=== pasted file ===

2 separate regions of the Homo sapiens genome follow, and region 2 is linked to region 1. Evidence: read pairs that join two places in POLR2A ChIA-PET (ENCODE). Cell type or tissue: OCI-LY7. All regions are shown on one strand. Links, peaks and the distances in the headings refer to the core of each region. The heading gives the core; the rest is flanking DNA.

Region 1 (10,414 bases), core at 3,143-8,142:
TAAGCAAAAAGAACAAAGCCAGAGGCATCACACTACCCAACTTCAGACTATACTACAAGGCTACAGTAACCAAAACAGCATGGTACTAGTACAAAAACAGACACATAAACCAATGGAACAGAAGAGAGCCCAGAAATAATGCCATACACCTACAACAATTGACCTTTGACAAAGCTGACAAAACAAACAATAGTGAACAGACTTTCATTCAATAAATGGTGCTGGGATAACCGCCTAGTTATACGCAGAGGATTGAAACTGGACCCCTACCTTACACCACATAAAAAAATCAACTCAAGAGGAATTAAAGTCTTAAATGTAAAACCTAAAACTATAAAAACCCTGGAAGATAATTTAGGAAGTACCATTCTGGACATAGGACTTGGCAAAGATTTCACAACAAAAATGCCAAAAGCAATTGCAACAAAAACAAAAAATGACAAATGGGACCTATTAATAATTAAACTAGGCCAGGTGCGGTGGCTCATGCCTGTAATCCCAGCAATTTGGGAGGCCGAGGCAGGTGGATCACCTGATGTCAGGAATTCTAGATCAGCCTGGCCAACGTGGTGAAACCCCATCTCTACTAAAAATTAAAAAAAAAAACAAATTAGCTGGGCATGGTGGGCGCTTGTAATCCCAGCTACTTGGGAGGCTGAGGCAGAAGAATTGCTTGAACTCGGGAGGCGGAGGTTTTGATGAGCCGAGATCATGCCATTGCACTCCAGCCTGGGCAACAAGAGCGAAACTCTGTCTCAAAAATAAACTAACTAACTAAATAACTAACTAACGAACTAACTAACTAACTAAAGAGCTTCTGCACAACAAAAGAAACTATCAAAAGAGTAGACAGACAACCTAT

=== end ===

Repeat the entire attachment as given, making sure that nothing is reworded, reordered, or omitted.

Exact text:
2 separate regions of the Homo sapiens genome follow, and region 2 is linked to region 1. Evidence: read pairs that join two places in POLR2A ChIA-PET (ENCODE). Cell type or tissue: OCI-LY7. All regions are shown on one strand. Links, peaks and the distances in the headings refer to the core of each region. The heading gives the core; the rest is flanking DNA.

Region 1 (10,414 bases), core at 3,143-8,142:
TAAGCAAAAAGAACAAAGCCAGAGGCATCACACTACCCAACTTCAGACTATACTACAAGGCTACAGTAACCAAAACAGCATGGTACTAGTACAAAAACAGACACATAAACCAATGGAACAGAAGAGAGCCCAGAAATAATGCCATACACCTACAACAATTGACCTTTGACAAAGCTGACAAAACAAACAATAGTGAACAGACTTTCATTCAATAAATGGTGCTGGGATAACCGCCTAGTTATACGCAGAGGATTGAAACTGGACCCCTACCTTACACCACATAAAAAAATCAACTCAAGAGGAATTAAAGTCTTAAATGTAAAACCTAAAACTATAAAAACCCTGGAAGATAATTTAGGAAGTACCATTCTGGACATAGGACTTGGCAAAGATTTCACAACAAAAATGCCAAAAGCAATTGCAACAAAAACAAAAAATGACAAATGGGACCTATTAATAATTAAACTAGGCCAGGTGCGGTGGCTCATGCCTGTAATCCCAGCAATTTGGGAGGCCGAGGCAGGTGGATCACCTGATGTCAGGAATTCTAGATCAGCCTGGCCAACGTGGTGAAACCCCATCTCTACTAAAAATTAAAAAAAAAAACAAATTAGCTGGGCATGGTGGGCGCTTGTAATCCCAGCTACTTGGGAGGCTGAGGCAGAAGAATTGCTTGAACTCGGGAGGCGGAGGTTTTGATGAGCCGAGATCATGCCATTGCACTCCAGCCTGGGCAACAAGAGCGAAACTCTGTCTCAAAAATAAACTAACTAACTAAATAACTAACTAACGAACTAACTAACTAACTAAAGAGCTTCTGCACAACAAAAGAAACTATCAAAAGAGTAGACAGACAACCTAT